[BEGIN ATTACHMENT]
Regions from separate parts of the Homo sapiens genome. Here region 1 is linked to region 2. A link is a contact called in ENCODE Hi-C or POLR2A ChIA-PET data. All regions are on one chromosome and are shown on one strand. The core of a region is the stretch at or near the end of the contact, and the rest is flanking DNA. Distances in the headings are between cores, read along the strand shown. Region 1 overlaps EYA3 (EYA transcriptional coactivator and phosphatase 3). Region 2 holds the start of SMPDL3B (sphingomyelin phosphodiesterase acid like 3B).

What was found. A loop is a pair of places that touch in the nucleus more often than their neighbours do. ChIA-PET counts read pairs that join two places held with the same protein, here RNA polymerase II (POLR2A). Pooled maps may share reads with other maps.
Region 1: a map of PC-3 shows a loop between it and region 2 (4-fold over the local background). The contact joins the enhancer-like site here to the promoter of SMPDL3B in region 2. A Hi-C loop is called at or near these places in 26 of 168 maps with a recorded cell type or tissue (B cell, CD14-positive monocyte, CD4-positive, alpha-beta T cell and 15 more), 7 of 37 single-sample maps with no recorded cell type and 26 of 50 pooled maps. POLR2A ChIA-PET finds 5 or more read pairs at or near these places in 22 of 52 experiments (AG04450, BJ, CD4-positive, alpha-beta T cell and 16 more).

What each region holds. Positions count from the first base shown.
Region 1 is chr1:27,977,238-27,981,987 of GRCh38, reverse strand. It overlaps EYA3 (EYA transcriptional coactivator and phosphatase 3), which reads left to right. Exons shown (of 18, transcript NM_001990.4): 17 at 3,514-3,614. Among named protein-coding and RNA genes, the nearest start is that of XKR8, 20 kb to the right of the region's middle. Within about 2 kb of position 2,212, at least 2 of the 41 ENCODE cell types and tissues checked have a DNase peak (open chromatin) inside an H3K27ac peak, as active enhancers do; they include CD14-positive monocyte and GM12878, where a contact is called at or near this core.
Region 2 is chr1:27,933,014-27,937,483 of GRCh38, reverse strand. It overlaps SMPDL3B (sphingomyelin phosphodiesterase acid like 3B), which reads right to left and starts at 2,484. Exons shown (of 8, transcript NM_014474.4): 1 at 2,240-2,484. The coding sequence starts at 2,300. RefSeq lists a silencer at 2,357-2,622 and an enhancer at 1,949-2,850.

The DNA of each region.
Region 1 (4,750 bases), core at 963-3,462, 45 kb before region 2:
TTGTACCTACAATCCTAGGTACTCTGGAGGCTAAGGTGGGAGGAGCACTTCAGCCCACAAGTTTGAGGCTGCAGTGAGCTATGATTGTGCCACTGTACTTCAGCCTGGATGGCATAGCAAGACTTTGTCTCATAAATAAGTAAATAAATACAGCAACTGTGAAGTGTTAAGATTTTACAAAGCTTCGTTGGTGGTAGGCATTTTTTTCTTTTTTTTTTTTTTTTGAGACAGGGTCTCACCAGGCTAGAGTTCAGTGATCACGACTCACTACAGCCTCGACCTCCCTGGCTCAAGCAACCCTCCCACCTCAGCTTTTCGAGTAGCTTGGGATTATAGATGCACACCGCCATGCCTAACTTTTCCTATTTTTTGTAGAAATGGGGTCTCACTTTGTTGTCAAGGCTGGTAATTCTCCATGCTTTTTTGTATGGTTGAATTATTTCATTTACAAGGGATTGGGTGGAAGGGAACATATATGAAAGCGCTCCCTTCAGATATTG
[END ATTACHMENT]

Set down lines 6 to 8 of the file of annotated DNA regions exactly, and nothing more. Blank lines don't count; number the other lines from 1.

Region 2 is chr1:27,933,014-27,937,483 of GRCh38, reverse strand. It overlaps SMPDL3B (sphingomyelin phosphodiesterase acid like 3B), which reads right to left and starts at 2,484. Exons shown (of 8, transcript NM_014474.4): 1 at 2,240-2,484. The coding sequence starts at 2,300. RefSeq lists a silencer at 2,357-2,622 and an enhancer at 1,949-2,850.

The DNA of each region.
Region 1 (4,750 bases), core at 963-3,462, 45 kb before region 2: